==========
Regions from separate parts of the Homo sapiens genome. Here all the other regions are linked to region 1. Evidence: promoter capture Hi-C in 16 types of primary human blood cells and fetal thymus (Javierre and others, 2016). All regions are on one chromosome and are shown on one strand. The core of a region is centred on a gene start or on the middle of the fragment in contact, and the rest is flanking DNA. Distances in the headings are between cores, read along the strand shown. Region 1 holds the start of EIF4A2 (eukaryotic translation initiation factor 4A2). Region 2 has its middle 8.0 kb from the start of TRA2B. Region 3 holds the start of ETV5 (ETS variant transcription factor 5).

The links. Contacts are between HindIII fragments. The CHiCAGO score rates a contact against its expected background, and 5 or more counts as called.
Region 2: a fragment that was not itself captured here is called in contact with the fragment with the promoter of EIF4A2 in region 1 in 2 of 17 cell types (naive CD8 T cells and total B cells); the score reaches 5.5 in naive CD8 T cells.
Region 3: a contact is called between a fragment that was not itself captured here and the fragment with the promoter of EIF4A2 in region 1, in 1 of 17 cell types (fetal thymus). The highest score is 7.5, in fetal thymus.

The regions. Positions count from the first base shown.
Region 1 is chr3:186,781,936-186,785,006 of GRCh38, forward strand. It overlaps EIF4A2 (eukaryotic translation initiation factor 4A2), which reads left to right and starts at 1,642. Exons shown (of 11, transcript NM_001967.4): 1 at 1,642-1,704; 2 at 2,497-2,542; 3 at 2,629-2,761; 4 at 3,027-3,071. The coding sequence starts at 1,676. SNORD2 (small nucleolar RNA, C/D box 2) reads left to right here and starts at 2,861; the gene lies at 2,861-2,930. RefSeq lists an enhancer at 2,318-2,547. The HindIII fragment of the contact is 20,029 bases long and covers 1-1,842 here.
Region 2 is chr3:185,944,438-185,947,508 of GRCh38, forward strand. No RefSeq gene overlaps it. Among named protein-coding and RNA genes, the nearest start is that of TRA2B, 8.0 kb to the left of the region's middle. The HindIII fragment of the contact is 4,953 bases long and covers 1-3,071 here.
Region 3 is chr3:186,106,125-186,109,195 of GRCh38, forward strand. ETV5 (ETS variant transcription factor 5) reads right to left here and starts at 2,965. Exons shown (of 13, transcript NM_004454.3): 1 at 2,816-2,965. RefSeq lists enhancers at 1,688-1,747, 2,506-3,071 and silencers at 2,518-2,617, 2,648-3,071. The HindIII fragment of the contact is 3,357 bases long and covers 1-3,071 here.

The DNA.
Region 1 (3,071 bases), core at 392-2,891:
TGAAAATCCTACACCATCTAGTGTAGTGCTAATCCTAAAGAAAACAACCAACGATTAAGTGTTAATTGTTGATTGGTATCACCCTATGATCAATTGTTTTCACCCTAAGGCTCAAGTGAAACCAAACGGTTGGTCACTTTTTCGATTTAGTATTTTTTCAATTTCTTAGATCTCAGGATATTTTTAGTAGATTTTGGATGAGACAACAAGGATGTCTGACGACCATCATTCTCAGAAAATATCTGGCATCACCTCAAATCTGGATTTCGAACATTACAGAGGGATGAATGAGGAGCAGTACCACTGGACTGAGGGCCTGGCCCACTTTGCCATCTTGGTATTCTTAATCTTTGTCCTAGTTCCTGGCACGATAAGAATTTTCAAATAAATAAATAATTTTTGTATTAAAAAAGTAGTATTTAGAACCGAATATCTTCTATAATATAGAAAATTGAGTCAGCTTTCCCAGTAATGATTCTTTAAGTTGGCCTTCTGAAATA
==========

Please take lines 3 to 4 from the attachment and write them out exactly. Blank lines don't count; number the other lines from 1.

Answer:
Region 2: a fragment that was not itself captured here is called in contact with the fragment with the promoter of EIF4A2 in region 1 in 2 of 17 cell types (naive CD8 T cells and total B cells); the score reaches 5.5 in naive CD8 T cells.
Region 3: a contact is called between a fragment that was not itself captured here and the fragment with the promoter of EIF4A2 in region 1, in 1 of 17 cell types (fetal thymus). The highest score is 7.5, in fetal thymus.